"Never doubt that a small group of thoughtful, committed citizens can change the world.
Indeed, it is the only thing that ever has." - Margaret Mead

Building Futures, Inc.

Building Futures, Inc.

Wednesday, January 3, 2018

Sunday, December 17, 2017

Andrea, Karen, Sergio and I don’t leave until 11:59pm tonight.  Sam leaves at 8pm.  We got up early to make sure that we had plenty of time to do some shopping before we freshen up at the Royale in Karen – that means a 7am departure.  As always, that’s the plan. 
We left at 8am. 
First stop was the Sekenani Gate.  Immediate recognition – Nalatuesha!  Mama Maria was the first to approach, and three or four women trailed close behind. Each of them was smiling and waving hello as they came forward for a hug.  It was nice to see Maria one more time before heading out.  She was the one who came and sat at Andrea’s side during the meeting.  She is a calming presence among these women and the same followed through to Andrea.  We snapped a couple quick photos of them before turning our cameras to Karen and John.  John was the young Masai that offered 25 cows for Karen.  He had dimples like Karen, as well as a wide smile, but it’s just not happenin’.  Karen and Sam clowned around with him for awhile before Karen gave up her St. Bonaventure baseball cap.  I’ll be sure to check if he’s still wearing it when I return in the spring.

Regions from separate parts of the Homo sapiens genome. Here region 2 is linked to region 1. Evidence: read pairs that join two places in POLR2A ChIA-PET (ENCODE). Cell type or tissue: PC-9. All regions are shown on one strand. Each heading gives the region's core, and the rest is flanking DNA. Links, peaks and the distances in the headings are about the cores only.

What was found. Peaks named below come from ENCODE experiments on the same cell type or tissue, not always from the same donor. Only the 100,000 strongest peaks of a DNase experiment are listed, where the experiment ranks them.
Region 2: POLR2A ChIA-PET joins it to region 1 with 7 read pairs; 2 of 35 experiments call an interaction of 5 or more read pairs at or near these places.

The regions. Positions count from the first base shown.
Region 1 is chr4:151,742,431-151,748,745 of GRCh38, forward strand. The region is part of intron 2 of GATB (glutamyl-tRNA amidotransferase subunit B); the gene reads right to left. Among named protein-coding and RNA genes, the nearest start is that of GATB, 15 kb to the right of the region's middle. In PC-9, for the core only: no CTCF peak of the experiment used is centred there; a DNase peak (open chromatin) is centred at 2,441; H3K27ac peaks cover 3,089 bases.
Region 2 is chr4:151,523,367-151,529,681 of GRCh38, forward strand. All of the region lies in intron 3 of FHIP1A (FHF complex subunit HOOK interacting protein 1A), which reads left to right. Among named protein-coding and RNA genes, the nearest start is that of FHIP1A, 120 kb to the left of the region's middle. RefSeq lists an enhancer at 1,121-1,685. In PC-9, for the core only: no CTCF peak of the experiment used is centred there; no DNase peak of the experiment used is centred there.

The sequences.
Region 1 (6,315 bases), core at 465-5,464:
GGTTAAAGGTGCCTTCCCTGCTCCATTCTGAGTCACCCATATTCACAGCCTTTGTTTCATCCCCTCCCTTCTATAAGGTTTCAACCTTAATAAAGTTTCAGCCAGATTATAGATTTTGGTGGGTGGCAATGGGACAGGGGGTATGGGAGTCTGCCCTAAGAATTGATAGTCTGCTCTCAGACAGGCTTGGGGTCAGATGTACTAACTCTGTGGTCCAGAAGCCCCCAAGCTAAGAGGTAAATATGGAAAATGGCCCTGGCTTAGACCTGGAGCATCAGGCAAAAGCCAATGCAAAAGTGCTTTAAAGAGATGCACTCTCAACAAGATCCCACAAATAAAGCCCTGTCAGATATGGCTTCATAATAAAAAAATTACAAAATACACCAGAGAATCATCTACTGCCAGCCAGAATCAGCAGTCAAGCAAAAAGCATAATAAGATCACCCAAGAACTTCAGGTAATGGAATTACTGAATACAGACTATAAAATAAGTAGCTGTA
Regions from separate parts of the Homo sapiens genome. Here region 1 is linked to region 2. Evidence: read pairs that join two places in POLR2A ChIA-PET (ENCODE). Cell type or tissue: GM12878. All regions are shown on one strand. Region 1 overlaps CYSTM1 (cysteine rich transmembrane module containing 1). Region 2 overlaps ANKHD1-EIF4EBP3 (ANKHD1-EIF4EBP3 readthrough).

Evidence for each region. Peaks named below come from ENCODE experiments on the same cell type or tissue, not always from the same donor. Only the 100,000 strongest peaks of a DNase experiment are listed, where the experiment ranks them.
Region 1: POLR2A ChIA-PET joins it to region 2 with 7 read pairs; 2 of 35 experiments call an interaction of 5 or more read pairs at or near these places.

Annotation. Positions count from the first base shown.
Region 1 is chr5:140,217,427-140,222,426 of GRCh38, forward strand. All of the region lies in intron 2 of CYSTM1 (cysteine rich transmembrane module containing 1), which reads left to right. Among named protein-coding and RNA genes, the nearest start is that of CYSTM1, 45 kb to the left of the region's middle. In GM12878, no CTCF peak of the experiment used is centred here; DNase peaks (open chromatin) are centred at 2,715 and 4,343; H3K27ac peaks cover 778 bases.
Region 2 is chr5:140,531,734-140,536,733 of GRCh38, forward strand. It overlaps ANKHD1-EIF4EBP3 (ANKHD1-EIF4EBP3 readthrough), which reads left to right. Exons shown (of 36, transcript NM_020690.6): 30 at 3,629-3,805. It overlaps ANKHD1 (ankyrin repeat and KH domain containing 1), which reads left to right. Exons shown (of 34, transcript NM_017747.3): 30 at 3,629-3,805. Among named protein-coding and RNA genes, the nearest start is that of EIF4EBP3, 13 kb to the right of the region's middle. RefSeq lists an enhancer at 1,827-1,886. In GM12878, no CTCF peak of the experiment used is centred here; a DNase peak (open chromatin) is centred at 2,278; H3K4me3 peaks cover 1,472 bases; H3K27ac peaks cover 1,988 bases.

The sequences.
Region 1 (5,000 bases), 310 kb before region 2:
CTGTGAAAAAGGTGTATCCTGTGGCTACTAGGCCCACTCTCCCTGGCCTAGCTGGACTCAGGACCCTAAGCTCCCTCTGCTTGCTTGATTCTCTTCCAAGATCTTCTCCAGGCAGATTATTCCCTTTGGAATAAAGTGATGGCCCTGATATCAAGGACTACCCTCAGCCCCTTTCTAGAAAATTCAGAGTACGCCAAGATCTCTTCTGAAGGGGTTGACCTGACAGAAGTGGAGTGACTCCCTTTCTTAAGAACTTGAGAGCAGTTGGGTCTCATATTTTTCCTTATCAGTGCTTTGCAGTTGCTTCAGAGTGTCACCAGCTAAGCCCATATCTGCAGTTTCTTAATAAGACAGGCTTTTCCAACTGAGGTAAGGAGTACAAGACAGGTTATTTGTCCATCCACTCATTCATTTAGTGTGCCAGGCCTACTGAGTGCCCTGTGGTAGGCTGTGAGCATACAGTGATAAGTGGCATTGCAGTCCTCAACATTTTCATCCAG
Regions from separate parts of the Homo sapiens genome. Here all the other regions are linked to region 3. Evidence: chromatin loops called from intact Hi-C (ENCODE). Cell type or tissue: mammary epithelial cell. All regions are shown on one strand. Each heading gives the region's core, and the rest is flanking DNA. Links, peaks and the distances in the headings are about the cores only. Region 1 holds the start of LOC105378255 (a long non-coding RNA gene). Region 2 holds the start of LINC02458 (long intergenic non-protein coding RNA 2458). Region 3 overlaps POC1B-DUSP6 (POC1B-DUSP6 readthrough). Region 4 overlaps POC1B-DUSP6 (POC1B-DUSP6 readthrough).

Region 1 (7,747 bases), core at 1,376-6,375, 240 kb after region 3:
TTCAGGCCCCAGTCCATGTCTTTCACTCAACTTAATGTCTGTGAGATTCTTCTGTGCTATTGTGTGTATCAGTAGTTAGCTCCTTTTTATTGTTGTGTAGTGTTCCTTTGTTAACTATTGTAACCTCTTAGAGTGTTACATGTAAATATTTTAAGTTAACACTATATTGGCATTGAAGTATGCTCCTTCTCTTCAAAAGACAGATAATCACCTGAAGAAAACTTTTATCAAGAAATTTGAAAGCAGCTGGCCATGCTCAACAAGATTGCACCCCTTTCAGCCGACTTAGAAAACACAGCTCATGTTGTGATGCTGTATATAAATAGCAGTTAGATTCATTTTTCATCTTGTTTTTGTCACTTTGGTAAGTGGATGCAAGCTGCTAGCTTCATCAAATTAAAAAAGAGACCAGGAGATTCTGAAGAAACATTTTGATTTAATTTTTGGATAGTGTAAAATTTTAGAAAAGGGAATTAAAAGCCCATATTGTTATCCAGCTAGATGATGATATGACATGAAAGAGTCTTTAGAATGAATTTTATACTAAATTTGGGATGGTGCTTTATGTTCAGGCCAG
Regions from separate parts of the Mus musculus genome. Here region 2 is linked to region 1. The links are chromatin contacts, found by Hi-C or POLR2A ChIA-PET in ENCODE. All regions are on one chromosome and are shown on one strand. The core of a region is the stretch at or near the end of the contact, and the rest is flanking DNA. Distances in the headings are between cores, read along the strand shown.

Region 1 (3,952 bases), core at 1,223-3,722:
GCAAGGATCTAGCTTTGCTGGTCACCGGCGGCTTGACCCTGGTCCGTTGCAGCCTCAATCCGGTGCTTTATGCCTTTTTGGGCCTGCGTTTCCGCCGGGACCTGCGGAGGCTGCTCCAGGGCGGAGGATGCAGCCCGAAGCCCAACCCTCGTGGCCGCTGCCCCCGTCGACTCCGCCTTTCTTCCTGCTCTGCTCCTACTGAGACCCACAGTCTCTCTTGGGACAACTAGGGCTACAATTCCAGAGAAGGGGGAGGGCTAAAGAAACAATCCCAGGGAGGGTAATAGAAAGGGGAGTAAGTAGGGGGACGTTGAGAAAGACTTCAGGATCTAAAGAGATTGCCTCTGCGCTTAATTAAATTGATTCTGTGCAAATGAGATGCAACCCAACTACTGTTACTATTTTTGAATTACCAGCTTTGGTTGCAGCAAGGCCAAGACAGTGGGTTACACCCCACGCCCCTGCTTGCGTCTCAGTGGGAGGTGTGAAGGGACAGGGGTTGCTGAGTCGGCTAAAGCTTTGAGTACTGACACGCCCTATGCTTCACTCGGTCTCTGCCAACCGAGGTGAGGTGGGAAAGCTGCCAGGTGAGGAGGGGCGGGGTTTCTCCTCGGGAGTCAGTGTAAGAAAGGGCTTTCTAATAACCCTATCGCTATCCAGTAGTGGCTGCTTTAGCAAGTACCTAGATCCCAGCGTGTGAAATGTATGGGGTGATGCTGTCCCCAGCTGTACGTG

We all headed back to the car and Maria was still wearing her smile as we pulled away.  We were in a different vehicle this time, with a different driver.  Paul was behind the wheel of the big Land Cruiser.  This vehicle will certainly handle the bumps much better than our first foray down the Mara Road.  Having an extra body in the car, however, did not help with the luggage space… though we managed.  Karibu Kenya.